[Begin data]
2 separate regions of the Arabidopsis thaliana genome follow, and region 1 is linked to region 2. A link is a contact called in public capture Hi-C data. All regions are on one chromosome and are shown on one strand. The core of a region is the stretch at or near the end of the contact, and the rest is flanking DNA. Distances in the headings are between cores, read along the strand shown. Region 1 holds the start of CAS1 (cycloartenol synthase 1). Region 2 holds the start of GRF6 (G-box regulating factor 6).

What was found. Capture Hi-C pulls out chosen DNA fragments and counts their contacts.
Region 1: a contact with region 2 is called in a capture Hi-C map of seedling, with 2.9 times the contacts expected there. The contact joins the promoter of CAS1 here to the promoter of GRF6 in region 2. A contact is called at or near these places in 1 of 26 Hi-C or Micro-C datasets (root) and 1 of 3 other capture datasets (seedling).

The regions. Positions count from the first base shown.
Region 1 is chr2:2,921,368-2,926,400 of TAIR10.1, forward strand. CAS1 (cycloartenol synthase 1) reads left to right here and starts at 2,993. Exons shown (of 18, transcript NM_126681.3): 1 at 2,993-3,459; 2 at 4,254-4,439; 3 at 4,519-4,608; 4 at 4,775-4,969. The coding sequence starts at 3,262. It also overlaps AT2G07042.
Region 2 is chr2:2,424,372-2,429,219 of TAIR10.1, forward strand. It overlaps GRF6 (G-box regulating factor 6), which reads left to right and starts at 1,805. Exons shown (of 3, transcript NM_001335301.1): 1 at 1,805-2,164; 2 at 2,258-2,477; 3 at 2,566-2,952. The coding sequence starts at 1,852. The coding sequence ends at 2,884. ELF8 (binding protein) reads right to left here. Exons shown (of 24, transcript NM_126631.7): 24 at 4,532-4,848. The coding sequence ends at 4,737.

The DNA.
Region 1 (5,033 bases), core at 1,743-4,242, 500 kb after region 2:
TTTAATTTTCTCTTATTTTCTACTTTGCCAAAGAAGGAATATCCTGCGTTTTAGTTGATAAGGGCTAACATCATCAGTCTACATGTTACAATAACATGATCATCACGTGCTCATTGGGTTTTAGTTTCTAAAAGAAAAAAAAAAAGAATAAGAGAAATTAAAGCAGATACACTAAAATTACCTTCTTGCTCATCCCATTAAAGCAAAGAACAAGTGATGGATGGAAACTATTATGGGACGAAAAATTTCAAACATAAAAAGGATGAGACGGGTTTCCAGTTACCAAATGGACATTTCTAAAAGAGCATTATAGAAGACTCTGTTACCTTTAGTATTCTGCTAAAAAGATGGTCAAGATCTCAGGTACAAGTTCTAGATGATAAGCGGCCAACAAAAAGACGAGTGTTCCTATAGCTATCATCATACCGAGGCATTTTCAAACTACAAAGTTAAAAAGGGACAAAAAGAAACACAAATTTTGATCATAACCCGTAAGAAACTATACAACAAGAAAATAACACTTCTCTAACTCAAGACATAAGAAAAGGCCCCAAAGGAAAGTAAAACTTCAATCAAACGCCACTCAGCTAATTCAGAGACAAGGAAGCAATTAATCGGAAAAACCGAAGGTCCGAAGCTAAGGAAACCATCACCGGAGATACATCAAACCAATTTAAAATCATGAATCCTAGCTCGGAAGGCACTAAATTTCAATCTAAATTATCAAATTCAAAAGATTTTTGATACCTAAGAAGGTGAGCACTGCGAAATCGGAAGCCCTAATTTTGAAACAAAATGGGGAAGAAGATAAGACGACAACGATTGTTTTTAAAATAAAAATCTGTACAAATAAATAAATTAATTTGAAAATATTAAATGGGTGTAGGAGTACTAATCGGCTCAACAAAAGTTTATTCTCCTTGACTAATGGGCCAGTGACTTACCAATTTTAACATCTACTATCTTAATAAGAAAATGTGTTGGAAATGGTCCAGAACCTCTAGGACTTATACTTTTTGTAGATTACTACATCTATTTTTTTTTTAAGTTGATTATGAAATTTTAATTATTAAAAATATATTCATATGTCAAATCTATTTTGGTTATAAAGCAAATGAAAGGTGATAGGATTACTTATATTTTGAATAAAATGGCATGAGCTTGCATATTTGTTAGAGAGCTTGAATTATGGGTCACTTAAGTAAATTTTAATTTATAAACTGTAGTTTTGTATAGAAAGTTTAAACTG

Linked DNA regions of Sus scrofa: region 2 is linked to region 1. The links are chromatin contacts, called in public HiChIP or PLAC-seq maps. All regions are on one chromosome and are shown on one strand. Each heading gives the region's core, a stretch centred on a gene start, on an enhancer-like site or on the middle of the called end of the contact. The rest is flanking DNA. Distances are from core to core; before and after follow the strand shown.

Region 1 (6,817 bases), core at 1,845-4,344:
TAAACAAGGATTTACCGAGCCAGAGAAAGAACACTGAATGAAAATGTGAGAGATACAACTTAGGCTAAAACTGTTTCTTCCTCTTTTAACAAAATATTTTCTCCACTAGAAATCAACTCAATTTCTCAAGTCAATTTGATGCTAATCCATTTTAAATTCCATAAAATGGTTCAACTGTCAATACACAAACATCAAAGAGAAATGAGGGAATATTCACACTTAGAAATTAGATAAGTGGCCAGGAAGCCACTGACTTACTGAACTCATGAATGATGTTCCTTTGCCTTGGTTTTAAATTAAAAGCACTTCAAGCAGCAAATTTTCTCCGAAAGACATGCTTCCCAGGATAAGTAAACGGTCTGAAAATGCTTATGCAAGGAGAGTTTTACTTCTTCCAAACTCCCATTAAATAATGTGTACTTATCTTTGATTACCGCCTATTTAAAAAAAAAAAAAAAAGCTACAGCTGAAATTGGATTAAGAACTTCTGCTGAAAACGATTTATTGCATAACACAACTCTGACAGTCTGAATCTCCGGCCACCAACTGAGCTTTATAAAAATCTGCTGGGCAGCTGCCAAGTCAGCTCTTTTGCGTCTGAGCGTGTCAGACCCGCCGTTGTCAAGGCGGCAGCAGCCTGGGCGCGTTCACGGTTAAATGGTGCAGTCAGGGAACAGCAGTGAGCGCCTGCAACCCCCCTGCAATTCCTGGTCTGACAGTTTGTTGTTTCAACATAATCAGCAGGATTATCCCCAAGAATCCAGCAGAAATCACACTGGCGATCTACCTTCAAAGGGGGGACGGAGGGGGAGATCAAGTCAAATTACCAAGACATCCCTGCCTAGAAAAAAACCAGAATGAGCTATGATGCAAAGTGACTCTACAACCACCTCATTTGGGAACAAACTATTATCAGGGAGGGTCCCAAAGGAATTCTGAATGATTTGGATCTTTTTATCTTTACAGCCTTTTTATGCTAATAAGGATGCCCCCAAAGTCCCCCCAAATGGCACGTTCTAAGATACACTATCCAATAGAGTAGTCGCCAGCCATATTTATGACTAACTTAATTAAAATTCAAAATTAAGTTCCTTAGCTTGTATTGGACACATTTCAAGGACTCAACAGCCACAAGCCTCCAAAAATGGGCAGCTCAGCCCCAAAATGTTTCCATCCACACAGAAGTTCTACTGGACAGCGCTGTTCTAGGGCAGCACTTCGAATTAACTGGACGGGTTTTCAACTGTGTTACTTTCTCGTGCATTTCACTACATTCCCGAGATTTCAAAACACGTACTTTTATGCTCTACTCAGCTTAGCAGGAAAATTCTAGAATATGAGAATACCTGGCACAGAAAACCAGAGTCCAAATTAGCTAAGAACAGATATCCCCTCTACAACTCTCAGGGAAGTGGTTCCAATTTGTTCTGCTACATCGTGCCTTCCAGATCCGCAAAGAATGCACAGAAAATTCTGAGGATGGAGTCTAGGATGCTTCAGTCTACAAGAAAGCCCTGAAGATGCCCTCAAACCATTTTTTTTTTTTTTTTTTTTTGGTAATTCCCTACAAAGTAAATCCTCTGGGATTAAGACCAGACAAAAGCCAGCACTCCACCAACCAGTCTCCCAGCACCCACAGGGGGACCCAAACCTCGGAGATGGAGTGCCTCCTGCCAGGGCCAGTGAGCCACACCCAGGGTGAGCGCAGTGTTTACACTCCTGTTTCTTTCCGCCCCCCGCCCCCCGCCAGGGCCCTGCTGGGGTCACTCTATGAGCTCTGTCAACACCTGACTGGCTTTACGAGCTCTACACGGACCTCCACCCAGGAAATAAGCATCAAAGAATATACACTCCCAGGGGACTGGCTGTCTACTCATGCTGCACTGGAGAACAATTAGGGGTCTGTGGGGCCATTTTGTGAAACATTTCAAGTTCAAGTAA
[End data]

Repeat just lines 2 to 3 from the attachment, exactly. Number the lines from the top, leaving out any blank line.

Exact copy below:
What was found. Capture Hi-C pulls out chosen DNA fragments and counts their contacts.
Region 1: a contact with region 2 is called in a capture Hi-C map of seedling, with 2.9 times the contacts expected there. The contact joins the promoter of CAS1 here to the promoter of GRF6 in region 2. A contact is called at or near these places in 1 of 26 Hi-C or Micro-C datasets (root) and 1 of 3 other capture datasets (seedling).